The exclusion of women in the digital world is hurting agricultural productivity in low- and middle- income countries, according to global technology experts.
In many parts of the world, women make up a large part of the agricultural workforce. In Sub-Saharan Africa as a whole they represent 40%, while in some developing countries their contribution exceeds 50%, according to the World Bank.
But with digitization of agriculture on an upward trend, and services such as advisory work and access to markets and assets shifting online, women are increasingly being left behind, speakers told the ICTforAg forum last week.
The interactive virtual event was held to explore ways of leveraging information technology to build resilient agricultural and food systems in low- and middle-income countries.
“Yes, mobile internet adoption has been growing rapidly, but the unconnected or lesser-connected are still more likely to be poor to be less educated, to be rural, to be older, and to be women,” said Max Cuvellier, head of the Mobile for Development program at GMSA, a global organization representing mobile operators and other industry organizations.
“In the case of smallholder farmers this resonates particularly with rural populations and for women,” he added, noting that women and people living in rural areas were less likely to be aware of mobile internet services.
According to a joint report by the Alliance for Affordable Internet and the World Wide Web Foundation in October last year, 32 low- and middle-income countries missed out on US$1trillion in GDP in the last decade as a result of women’s exclusion in the digital world.
This exclusion, according to Cuvellier, has also dimmed women’s chances in the agricultural sector, exacerbated by the COVID-19 pandemic which has reversed gains made in tackling the gender gap in mobile internet usage and smartphone ownership.
This exclusion can take a number of forms, including lack of access to a reliable internet, inability to afford internet bundles, and smartphone ownership, he says.
“You would be surprised, maybe even shocked at the number of people who reach out to us in the agri-tech space and beyond, asking us to build an app for so-and-so, and how quickly in the conversation it becomes clear that an app would not actually be fit for purpose given the customer does not own a smartphone,” Cuvellier lamented.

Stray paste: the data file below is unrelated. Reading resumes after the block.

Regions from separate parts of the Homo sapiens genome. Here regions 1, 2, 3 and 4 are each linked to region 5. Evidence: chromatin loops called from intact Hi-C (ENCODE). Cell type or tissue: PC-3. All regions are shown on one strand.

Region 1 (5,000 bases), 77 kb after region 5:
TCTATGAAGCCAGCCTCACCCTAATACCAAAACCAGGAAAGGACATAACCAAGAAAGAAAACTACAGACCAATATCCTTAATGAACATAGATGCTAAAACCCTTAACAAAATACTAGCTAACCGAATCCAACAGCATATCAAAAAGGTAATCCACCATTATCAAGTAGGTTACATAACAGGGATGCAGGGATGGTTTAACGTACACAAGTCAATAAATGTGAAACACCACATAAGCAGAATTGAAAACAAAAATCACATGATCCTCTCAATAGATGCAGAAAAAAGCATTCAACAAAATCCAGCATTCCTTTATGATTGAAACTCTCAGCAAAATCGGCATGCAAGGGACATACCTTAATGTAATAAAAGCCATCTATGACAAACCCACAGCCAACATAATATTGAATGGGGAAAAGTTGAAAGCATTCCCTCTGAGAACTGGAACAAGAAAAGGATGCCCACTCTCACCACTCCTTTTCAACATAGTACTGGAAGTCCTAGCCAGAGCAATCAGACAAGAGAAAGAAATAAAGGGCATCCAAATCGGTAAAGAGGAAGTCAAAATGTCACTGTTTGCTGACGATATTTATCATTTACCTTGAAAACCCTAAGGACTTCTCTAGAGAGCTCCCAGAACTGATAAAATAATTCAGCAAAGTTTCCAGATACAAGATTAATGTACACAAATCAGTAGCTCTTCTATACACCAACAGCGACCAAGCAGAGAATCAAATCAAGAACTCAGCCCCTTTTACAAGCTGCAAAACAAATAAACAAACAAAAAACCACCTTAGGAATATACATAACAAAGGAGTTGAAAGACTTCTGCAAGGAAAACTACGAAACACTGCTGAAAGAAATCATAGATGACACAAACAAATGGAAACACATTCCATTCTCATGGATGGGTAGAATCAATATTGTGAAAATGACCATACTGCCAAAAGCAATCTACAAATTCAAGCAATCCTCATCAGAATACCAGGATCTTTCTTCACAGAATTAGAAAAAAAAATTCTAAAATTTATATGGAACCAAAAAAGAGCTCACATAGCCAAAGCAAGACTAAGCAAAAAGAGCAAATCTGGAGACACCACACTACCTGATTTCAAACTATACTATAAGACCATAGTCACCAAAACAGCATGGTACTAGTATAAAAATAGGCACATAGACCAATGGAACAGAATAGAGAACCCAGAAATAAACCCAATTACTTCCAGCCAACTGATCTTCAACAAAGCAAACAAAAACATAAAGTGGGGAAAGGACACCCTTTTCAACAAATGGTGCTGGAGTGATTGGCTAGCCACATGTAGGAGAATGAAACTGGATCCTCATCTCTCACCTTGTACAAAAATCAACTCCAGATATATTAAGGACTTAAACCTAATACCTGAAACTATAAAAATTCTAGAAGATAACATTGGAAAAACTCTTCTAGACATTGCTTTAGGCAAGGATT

In Sub-Saharan Africa, smartphones account for 36% of all connections, in the Middle East and North Africa the figure is 33% and in Southeast Asia, 53%, according to GMSA.
There are 1.2 billion mobile money accounts worldwide, World Bank figures show, with US$2 billon being transacted globally through these accounts every day.
But while mobile money has become a critical component of cash transfer for smallholder farmers, far more men than women have mobile money accounts—73% in India, 72% more in Pakistan, and 66% more Bangladesh.
According to the World Bank, agricultural development is the most powerful tool for ending extreme poverty, boosting shared prosperity, and feeding the world—and strengthening smallholder farming is key to achieving this.
The challenge for everyone involved in agricultural development is to ensure that the benefits of the so-called “fourth agricultural revolution” is not limited by lack of access to resources, said Mike Michener, deputy assistant administrator at USAID’s Bureau for Resilience and Food Security, at a fire-side session during the close of the event.
“These incredible technologies must be researched, scaled for use by smallholders and accessible to all, including women and youth.”
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Women sidelined in agri-tech revolution (2022, March 21)
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